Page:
From what I've learned, Sallie retains the right to end their "Great Rewards" program, but won't breach their deal with people who have already taken them up on it. IMHO, the real "bet" is how long you think the long-term rates will stay low, and just the sense that, well, do you want to do business with Sallie Mae? (Many folks do, but for reasons stated in earlier posts, I tend to shy away from the profit-seeking student loan companies because of their previous shady lobbying efforts against my (and other student borrowers') interests.)

It would be interesting to hear from people who they think "Great Rewards" will reward in the next six years: the borrower or Sallie?





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<<the real "bet" is how long you think the long-term rates will stay low, and just the sense that, well, do you want to do business with Sallie Mae?>>

How this should have read: how long you think the short-term rates will low!

I am getting posting fatigue.
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uh-hem how long you think they will stay low . . .
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W505a -- first of all, I want to thank you for taking the time to explain that and many other things so clearly. I have been silently benefitting from your expertise for a while; please know that for every person who posts to thank you, there are probably dozens (if not hundreds) more quietly taking notes!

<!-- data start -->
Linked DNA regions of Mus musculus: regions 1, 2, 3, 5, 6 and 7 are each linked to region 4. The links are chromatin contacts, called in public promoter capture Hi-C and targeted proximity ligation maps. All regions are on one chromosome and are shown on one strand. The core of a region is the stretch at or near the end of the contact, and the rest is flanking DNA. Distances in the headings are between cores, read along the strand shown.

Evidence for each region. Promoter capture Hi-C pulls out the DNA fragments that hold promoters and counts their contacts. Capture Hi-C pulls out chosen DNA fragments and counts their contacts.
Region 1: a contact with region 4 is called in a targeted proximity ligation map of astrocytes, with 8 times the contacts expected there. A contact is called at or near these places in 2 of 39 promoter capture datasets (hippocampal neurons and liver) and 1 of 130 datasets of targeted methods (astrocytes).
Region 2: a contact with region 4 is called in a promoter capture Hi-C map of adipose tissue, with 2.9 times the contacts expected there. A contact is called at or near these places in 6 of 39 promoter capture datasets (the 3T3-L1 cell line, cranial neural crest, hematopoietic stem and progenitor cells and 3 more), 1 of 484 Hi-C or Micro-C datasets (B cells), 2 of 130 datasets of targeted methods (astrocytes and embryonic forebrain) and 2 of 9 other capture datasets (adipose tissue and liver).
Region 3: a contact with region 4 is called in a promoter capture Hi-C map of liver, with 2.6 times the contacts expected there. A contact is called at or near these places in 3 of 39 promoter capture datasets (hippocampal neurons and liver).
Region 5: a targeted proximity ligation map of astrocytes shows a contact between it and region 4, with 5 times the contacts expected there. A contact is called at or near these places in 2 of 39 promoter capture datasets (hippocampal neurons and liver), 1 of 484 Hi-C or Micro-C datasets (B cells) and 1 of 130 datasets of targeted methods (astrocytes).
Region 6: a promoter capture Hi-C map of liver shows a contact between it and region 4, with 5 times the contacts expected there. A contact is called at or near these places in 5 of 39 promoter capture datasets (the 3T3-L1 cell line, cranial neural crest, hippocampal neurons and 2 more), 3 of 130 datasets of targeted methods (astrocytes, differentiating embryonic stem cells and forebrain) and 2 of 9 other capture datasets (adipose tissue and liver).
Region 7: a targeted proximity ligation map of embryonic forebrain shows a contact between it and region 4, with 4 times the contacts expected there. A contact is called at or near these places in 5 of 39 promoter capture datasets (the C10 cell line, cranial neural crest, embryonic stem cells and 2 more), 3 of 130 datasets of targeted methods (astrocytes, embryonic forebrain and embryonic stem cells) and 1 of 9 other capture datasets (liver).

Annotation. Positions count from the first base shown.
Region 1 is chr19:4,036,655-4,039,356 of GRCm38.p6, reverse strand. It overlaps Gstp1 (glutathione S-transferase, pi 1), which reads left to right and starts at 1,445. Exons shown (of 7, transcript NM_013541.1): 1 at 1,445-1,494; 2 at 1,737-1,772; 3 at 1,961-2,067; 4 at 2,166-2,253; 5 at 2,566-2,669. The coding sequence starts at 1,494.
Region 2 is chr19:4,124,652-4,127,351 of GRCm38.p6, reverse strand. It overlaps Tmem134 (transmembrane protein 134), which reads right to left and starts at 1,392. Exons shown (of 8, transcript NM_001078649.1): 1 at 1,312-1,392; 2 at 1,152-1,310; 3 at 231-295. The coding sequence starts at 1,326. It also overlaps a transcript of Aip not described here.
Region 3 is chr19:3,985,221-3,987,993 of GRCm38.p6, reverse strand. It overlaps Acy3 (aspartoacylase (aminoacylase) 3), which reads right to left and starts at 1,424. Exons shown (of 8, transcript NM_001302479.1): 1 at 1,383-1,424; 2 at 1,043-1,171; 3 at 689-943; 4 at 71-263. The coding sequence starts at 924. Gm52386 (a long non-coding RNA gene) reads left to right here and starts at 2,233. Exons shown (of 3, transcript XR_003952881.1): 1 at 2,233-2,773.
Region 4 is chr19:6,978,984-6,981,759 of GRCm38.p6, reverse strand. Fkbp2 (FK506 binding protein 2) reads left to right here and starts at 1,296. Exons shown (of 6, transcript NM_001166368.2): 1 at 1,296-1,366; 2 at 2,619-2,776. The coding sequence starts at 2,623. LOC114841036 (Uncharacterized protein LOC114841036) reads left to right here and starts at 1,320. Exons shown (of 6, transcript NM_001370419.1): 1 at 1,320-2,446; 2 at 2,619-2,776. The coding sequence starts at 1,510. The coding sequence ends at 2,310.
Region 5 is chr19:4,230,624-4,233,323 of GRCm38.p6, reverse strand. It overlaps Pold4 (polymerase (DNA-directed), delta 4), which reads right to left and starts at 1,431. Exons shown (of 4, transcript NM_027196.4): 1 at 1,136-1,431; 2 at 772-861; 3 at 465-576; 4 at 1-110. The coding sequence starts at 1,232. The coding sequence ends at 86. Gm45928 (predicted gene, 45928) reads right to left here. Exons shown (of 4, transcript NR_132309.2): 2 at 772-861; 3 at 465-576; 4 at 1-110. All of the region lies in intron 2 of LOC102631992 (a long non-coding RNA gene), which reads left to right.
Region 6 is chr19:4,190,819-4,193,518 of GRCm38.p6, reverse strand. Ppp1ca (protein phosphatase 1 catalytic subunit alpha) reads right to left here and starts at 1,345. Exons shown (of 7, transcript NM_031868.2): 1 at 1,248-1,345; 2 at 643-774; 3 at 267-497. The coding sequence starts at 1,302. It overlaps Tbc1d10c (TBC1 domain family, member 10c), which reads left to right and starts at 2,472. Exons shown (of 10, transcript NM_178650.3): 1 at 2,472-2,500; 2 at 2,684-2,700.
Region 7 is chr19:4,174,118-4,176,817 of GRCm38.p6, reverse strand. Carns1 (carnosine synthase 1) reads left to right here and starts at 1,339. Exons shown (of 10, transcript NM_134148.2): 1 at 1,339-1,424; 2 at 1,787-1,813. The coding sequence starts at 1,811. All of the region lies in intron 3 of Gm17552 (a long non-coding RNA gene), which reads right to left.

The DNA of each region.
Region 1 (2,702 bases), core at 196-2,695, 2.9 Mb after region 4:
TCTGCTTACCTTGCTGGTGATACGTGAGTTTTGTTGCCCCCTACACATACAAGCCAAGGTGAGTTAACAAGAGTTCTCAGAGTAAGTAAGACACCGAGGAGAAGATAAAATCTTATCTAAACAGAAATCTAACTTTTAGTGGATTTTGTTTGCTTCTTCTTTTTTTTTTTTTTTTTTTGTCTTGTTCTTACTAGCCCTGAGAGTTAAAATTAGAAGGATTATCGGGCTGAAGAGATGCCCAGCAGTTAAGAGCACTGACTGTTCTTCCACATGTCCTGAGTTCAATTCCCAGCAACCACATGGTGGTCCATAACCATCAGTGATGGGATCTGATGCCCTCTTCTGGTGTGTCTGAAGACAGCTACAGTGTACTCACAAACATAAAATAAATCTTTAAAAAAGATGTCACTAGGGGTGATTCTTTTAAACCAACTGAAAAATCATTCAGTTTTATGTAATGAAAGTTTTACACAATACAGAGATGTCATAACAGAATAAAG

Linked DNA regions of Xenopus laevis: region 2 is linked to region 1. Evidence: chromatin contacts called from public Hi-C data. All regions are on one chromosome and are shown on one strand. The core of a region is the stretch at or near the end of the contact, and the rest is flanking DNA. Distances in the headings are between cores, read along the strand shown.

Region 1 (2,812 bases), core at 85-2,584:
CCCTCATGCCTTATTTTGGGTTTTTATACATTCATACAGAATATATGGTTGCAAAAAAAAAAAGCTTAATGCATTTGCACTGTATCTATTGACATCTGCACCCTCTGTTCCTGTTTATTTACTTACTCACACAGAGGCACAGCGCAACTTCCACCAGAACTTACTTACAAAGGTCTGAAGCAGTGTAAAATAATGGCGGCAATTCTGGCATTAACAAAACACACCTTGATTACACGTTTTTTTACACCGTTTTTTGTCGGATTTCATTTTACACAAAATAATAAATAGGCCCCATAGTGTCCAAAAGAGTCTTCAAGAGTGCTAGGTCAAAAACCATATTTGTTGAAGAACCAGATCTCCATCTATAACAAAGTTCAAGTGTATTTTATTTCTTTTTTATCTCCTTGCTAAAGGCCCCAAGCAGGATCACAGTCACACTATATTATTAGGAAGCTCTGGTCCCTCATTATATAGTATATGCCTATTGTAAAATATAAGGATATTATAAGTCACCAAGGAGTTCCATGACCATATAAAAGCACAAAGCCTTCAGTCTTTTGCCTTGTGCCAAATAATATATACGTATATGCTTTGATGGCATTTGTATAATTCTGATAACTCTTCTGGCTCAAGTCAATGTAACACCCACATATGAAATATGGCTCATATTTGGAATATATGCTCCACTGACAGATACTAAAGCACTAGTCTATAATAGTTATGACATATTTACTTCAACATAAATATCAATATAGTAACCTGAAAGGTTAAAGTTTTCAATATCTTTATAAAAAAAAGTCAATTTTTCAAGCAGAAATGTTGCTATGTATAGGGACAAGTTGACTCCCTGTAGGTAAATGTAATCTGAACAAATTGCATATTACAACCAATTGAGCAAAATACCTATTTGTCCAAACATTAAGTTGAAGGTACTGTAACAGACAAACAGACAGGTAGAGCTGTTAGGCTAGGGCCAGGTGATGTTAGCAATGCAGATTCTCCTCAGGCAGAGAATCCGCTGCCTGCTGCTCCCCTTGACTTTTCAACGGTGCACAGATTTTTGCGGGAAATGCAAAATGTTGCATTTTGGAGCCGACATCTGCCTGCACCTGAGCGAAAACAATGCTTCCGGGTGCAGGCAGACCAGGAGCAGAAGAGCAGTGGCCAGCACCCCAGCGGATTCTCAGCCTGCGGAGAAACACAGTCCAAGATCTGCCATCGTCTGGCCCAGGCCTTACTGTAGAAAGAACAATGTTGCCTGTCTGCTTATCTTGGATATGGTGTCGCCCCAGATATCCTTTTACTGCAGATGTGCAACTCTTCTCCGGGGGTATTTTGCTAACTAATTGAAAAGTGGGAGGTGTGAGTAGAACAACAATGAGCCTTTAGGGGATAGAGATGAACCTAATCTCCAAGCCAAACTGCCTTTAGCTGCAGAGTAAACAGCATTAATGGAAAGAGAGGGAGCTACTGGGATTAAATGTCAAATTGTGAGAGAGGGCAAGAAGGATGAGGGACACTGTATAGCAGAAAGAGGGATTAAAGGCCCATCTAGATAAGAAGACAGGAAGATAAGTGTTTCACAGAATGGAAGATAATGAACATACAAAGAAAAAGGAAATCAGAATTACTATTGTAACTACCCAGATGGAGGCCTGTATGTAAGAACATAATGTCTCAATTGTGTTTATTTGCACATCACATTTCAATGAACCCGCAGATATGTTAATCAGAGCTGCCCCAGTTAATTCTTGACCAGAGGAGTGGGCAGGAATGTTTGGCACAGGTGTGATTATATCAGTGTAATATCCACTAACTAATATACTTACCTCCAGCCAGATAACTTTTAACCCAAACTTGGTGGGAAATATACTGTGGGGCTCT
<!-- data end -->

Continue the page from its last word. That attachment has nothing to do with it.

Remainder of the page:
Of course I'd like to get in on a low fixed rate -- I was waiting because I had some vague memory that consolidation takes into account the average rate you have at the time, so I thought thing the thing to do might be to get the deduction and THEN consolidate.

FWIW, people on the graduated repayment plan are eligible for Great Rewards, and depending on balance can take 13-15 years rather than the standard 10. Thought you'd appreciate adding that to your store of loan trivia. :)

I think I'll probably end up consolidating for the assurance of a low rate and the simplicity of having all my loans in one place.
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Of course I'd like to get in on a low fixed rate -- I was waiting because I had some vague memory that consolidation takes into account the average rate you have at the time, so I thought thing the thing to do might be to get the deduction and THEN consolidate.
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I have loans with Sallie Mae and am close to making my 48th payment and thus getting a 2.0 interest rate reduction through their Great Rewards program. I had what I thought was a very clever idea: wait until next month when Sallie Mae reduces my interest rate by an additional 2.0 and THEN consolidate with Direct, anticipating that Direct would calculate the interest rate for my consolidation loan based on the weighted average of the interest rates on my Sallie Mae loans (which would then be 2.0 lower than they were before my 48th payment). I had fantasies of locking in a 4% or lower interest rate after July 1!